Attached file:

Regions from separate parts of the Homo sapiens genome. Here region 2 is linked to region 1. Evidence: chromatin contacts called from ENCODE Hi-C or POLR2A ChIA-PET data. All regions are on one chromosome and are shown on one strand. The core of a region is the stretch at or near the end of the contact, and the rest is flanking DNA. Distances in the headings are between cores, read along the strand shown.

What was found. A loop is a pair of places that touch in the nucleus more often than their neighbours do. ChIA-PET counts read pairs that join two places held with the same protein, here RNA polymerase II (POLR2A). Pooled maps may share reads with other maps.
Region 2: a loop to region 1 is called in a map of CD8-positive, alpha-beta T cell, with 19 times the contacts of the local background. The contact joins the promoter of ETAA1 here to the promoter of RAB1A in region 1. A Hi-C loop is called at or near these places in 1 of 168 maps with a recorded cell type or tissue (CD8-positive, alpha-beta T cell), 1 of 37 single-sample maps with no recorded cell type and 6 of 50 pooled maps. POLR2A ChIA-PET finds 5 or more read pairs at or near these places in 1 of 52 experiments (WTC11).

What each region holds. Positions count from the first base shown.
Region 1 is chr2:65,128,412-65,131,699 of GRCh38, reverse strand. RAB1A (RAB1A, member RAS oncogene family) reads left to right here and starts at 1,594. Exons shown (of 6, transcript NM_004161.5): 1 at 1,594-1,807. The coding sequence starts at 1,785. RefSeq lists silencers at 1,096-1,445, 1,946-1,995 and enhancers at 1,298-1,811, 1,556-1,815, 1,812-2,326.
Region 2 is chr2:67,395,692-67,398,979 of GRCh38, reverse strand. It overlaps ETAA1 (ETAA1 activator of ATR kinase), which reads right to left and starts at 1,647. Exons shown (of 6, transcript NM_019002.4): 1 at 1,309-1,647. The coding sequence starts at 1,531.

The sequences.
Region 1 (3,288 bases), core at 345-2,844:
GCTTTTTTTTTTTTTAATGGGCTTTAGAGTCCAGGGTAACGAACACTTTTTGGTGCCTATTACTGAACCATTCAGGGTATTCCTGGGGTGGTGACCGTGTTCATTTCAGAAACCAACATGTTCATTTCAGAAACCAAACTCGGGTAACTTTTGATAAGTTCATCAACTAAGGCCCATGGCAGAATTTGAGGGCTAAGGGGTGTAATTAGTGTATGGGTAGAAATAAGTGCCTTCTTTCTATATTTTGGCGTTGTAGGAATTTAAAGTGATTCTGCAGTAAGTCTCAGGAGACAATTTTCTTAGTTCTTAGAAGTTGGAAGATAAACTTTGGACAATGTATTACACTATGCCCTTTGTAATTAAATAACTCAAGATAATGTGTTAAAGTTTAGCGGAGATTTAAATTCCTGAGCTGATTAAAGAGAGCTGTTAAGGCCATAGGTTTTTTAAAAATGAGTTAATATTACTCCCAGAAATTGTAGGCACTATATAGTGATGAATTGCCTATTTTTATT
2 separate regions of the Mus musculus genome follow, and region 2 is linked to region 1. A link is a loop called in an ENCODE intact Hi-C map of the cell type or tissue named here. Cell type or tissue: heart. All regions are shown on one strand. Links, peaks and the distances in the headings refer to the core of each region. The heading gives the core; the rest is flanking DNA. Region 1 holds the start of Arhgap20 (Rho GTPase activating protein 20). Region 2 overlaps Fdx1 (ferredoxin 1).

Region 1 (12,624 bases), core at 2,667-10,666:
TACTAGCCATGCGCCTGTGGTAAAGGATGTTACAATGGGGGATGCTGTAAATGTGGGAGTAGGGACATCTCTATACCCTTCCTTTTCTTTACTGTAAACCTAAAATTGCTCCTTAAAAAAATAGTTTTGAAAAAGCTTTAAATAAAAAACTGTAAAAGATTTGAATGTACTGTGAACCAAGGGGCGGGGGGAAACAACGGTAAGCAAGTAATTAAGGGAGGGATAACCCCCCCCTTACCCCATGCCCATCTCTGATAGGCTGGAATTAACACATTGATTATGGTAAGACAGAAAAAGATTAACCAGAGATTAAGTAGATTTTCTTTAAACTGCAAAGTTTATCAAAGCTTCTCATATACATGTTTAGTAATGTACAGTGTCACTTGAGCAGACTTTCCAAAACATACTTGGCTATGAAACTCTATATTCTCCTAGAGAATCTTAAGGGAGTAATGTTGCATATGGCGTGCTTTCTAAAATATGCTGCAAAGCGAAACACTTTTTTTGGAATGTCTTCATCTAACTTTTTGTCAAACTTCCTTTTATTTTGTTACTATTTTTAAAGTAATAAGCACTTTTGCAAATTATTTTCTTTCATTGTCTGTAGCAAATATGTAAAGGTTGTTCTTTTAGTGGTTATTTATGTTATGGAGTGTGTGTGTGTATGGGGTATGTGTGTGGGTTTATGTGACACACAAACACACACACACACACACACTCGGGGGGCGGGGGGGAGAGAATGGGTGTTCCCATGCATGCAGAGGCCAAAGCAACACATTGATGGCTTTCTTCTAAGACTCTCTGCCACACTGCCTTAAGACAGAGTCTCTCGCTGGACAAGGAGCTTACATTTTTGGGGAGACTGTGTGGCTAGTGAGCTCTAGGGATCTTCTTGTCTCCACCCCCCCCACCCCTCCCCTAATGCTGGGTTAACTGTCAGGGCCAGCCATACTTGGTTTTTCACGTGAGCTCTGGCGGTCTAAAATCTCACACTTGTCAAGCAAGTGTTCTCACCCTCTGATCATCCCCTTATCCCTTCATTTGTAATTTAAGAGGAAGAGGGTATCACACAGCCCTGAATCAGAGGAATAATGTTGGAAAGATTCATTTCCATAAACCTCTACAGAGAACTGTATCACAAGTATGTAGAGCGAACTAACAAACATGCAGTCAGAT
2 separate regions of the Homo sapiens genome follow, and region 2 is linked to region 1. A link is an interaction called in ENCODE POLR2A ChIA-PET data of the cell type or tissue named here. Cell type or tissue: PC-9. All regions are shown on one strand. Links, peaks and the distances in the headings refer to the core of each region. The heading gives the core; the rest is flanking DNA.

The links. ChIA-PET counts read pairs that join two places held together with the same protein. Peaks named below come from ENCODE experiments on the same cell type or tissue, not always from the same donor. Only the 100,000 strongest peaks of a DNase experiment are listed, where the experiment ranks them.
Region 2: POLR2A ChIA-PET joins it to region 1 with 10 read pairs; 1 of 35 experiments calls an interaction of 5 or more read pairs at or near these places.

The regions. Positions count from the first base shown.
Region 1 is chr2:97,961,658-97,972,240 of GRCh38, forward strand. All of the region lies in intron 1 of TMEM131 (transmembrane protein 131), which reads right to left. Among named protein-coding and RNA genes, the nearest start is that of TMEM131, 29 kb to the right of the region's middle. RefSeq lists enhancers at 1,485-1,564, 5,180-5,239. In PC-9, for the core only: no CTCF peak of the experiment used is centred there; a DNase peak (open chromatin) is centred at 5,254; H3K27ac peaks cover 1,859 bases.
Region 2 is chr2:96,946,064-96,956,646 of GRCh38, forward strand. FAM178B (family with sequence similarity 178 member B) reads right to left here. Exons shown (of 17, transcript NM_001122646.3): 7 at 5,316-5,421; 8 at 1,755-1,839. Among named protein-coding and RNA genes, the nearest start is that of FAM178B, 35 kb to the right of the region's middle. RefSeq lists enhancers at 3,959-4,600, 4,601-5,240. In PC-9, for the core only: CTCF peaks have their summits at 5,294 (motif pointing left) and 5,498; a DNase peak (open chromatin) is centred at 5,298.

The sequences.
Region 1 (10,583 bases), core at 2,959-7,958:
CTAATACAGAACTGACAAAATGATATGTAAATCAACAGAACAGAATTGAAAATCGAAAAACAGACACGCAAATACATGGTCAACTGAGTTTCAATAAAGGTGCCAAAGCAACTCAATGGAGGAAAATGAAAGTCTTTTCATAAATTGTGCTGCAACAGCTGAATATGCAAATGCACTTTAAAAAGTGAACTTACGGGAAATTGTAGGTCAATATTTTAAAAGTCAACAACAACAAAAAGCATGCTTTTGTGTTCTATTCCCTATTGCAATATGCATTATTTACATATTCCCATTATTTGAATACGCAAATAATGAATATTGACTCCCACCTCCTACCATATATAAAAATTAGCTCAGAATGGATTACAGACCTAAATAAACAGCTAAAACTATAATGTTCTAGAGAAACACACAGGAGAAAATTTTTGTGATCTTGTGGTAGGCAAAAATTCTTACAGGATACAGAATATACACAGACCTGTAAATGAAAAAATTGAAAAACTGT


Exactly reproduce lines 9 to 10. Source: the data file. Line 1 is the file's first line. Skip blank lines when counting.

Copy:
GCTTTTTTTTTTTTTAATGGGCTTTAGAGTCCAGGGTAACGAACACTTTTTGGTGCCTATTACTGAACCATTCAGGGTATTCCTGGGGTGGTGACCGTGTTCATTTCAGAAACCAACATGTTCATTTCAGAAACCAAACTCGGGTAACTTTTGATAAGTTCATCAACTAAGGCCCATGGCAGAATTTGAGGGCTAAGGGGTGTAATTAGTGTATGGGTAGAAATAAGTGCCTTCTTTCTATATTTTGGCGTTGTAGGAATTTAAAGTGATTCTGCAGTAAGTCTCAGGAGACAATTTTCTTAGTTCTTAGAAGTTGGAAGATAAACTTTGGACAATGTATTACACTATGCCCTTTGTAATTAAATAACTCAAGATAATGTGTTAAAGTTTAGCGGAGATTTAAATTCCTGAGCTGATTAAAGAGAGCTGTTAAGGCCATAGGTTTTTTAAAAATGAGTTAATATTACTCCCAGAAATTGTAGGCACTATATAGTGATGAATTGCCTATTTTTATT
2 separate regions of the Mus musculus genome follow, and region 2 is linked to region 1. A link is a loop called in an ENCODE intact Hi-C map of the cell type or tissue named here. Cell type or tissue: heart. All regions are shown on one strand. Links, peaks and the distances in the headings refer to the core of each region. The heading gives the core; the rest is flanking DNA. Region 1 holds the start of Arhgap20 (Rho GTPase activating protein 20). Region 2 overlaps Fdx1 (ferredoxin 1).